Mythic mode is a way of looking at the world through a story-like lens. When you enter mythic mode, you recognize that you’re a character in Omega’s story, as is everyone else. And because you’re very likely familiar with a wide range of story types, you can probably look around and see who has been given which kind of plot hook, and to what kind of tale.
Why is any of this relevant?
Well, recall from my previous post that there’s a basic puzzle: if you don’t like the script you’re enacting, you won’t get very far just trying to defy it, because by default your effort to defy it will just play into your role.
But… we do have stories of people being able to transition roles in a pretty deep sense. They often (but not always) follow the arc of the hero’s journey, wherein the hero must enter into the unknown and face trials and eventually die to who they were, transforming into something new so as to complete the journey and return victorious but different. We tell these (or similar) stories again and again, with lots of variation… but some things (like the types of heroes) tend to vary a lot less than others. This gives us some clues about where the web has room to let people shift their lived scripts, and what the constraints are.
So, if you can identify a well-known story type that fits the transition you want and also starts from a place pretty close to where you are, and you have enough slack to lean into that role, then the web might conspire to help you play out that script.
The thing is, you can’t just sit outside your role and figure out what to do. That isn’t what it feels like to live the epic you’re examining; that’s playing the role of someone who is (among other things) analyzing the story they think they’re in.
Instead, if you want to use this approach, you have to learn how to experience story from the inside. That’s essentially what mythic mode is.
I like how Eric Raymond expressed this part too (again from Dancing With the Gods):
If my language is too “religious” for you, feel free to transpose it all into the key of psychology. Speak of archetypes and semi-independent complexes. Feel free to hypothesize that I’ve merely learned how to enter some non-ordinary mental states that change my body language, disable a few mental censors, and have me putting out signals that other people interpret in terms of certain material in their own unconscious minds.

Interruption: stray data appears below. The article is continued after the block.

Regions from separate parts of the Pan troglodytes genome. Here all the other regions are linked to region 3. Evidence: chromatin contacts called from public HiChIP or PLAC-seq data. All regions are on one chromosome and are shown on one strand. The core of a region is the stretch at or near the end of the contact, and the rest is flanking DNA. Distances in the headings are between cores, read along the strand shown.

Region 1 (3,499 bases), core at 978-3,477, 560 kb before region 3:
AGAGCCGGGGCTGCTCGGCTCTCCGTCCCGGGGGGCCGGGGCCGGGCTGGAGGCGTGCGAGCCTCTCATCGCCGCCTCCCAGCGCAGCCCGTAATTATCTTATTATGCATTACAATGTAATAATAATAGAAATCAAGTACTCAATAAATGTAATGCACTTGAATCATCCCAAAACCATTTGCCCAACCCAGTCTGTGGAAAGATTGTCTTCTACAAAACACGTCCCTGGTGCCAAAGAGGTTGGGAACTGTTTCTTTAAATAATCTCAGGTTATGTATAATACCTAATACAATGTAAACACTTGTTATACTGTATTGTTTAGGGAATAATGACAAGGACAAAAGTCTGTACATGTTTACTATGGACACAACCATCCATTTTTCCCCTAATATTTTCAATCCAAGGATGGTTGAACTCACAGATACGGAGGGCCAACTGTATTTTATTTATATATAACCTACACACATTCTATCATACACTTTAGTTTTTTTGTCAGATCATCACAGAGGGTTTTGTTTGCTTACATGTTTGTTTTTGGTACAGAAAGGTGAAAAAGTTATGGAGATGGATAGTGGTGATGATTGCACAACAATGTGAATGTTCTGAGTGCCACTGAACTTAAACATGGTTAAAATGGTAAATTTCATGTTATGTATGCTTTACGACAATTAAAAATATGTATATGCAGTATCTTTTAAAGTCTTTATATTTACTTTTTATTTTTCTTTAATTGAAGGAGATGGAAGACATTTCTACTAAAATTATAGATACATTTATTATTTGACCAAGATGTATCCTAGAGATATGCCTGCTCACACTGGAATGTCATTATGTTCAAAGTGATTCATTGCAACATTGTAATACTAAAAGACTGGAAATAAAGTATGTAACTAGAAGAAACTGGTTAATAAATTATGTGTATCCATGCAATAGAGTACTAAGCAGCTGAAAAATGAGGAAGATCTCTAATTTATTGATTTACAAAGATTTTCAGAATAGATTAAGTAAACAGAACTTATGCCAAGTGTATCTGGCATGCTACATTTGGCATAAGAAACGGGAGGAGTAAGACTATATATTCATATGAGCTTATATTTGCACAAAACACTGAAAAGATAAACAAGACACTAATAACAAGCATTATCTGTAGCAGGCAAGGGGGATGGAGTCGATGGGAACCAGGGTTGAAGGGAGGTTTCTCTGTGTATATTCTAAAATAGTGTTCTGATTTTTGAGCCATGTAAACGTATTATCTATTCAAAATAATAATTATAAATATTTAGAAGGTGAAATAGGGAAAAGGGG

Fine. You’ve explained it. Correctly, even. But you can’t do it!
And as long as you stick with the sterile denotative language of psychology, and the logical mode of the waking mind, you won’t be able to—because you can’t reach and program the unconscious mind that way. It takes music, symbolism, sex, hypnosis, wine and strange drugs, firelight and chanting, ritual and magic. Super-stimuli that reach past the conscious mind and neocortex, in and back to the primate and mammal and reptile brains curled up inside.
I think it’s important afterwards to be able to leave mythic mode, and leave the “insights” gleaned within the sandbox, and give your more normal way of interpreting the world a chance to look at what happened. In particular, mythic mode tends to highlight seemingly meaningful coincidences, but at least some of those are likely to be confirmation bias, which is helpful to remember once you’re outside the sandbox.
But I think it’s also critical not to do this while in mythic mode. It just gets in the way. You in fact don’t know ahead of time which synchronicities are confirmation bias and which are you syncing up with the larger computational network, and it’s too slow in practice to figure it out in real time, and the effort of trying tends to shove you into a role type that won’t let you walk the path of a hero’s journey you weren’t already on anyway. You are in fact donning some epistemic risk whenever you use mythic mode — which is why I think it’s important to sandbox it properly if you’re going to bother.